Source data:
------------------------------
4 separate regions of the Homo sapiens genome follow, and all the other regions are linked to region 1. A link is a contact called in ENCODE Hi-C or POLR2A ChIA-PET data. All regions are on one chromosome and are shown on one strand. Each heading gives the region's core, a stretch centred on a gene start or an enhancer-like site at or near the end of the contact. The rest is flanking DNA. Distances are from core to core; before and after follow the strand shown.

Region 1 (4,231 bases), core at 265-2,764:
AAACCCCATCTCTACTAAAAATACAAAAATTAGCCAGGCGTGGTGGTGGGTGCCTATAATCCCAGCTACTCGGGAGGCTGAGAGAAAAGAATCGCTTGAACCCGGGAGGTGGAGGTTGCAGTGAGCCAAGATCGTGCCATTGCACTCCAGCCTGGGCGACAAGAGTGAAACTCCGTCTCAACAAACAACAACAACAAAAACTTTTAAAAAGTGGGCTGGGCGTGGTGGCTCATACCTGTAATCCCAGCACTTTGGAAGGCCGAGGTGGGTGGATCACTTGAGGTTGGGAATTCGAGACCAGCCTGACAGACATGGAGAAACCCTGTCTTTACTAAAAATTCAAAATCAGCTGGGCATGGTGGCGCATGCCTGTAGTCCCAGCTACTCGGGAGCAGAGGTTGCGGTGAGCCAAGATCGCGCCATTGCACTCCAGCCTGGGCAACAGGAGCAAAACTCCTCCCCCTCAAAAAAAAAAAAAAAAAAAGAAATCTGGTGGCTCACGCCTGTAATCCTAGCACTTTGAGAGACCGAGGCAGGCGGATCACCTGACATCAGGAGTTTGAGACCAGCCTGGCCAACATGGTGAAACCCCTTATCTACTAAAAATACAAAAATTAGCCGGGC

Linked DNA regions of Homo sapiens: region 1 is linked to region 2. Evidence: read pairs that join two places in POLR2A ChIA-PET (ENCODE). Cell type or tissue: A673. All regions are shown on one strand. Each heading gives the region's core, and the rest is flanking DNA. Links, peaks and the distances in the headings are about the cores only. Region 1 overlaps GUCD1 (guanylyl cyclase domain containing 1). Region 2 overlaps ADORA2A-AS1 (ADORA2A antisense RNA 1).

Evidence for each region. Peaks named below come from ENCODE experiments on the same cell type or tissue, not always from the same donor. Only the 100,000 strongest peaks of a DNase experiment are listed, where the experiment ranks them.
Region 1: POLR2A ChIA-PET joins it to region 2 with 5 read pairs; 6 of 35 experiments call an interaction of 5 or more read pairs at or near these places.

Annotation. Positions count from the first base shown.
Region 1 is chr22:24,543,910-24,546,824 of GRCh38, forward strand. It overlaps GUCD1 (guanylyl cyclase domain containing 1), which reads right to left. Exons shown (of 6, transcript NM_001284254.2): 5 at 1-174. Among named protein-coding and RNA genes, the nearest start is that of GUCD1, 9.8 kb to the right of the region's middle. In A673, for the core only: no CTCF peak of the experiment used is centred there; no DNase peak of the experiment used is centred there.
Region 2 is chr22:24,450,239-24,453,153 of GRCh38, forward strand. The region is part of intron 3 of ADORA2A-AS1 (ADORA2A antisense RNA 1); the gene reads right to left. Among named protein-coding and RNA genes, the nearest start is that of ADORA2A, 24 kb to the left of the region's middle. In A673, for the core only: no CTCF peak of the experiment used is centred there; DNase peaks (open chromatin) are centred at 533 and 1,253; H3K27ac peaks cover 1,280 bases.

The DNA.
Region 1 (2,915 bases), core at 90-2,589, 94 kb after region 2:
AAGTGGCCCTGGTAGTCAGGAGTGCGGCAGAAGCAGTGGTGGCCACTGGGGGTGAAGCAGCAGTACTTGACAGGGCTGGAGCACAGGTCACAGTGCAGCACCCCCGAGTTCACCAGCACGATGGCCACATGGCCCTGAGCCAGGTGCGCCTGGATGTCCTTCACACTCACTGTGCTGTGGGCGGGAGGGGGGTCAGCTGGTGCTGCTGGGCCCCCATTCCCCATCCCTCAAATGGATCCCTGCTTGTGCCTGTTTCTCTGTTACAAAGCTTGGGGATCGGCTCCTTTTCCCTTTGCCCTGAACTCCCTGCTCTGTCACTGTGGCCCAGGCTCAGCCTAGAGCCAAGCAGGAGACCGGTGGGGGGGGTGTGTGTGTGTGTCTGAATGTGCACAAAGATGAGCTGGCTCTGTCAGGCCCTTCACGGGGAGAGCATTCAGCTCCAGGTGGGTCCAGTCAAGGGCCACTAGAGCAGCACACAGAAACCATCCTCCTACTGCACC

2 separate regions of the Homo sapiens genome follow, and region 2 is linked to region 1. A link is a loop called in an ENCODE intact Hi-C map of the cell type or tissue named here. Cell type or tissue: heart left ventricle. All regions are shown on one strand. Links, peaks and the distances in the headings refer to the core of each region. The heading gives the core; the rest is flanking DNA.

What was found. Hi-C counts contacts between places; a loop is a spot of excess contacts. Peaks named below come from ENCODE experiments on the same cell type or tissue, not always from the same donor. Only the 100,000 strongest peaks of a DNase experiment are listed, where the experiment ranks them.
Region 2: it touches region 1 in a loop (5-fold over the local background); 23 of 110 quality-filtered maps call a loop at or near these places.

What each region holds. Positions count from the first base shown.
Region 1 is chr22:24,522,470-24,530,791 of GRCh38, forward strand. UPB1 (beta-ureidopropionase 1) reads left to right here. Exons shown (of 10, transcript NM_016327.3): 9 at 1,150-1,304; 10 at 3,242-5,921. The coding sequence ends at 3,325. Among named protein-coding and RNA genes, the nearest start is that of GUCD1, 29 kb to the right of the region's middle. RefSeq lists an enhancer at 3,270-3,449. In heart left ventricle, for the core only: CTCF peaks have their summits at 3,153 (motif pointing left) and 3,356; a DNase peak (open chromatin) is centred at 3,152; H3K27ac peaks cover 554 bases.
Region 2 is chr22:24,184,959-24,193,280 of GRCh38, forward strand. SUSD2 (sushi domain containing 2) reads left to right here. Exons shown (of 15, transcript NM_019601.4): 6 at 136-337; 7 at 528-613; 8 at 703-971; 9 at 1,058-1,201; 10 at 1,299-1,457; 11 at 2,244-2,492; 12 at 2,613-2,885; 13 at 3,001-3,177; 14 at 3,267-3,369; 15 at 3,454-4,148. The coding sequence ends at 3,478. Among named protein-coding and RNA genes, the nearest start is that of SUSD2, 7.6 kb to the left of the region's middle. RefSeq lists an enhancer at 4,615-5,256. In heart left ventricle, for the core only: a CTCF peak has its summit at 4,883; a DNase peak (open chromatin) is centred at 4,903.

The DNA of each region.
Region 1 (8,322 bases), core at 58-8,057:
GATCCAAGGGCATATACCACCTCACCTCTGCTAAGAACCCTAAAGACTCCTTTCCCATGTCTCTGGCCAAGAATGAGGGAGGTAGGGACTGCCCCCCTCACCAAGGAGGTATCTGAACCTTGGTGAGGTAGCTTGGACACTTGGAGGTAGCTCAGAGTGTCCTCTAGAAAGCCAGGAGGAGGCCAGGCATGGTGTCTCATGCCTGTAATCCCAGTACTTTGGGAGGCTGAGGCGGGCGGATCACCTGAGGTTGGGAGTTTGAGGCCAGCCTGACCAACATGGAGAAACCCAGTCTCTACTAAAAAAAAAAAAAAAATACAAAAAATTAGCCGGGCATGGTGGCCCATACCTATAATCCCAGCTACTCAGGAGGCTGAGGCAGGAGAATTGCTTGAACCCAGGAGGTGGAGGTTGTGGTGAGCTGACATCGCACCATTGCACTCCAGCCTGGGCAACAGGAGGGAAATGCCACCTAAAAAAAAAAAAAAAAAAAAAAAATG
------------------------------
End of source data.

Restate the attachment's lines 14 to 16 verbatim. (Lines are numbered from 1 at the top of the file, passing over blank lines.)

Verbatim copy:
What was found. Hi-C counts contacts between places; a loop is a spot of excess contacts. Peaks named below come from ENCODE experiments on the same cell type or tissue, not always from the same donor. Only the 100,000 strongest peaks of a DNase experiment are listed, where the experiment ranks them.
Region 2: it touches region 1 in a loop (5-fold over the local background); 23 of 110 quality-filtered maps call a loop at or near these places.

What each region holds. Positions count from the first base shown.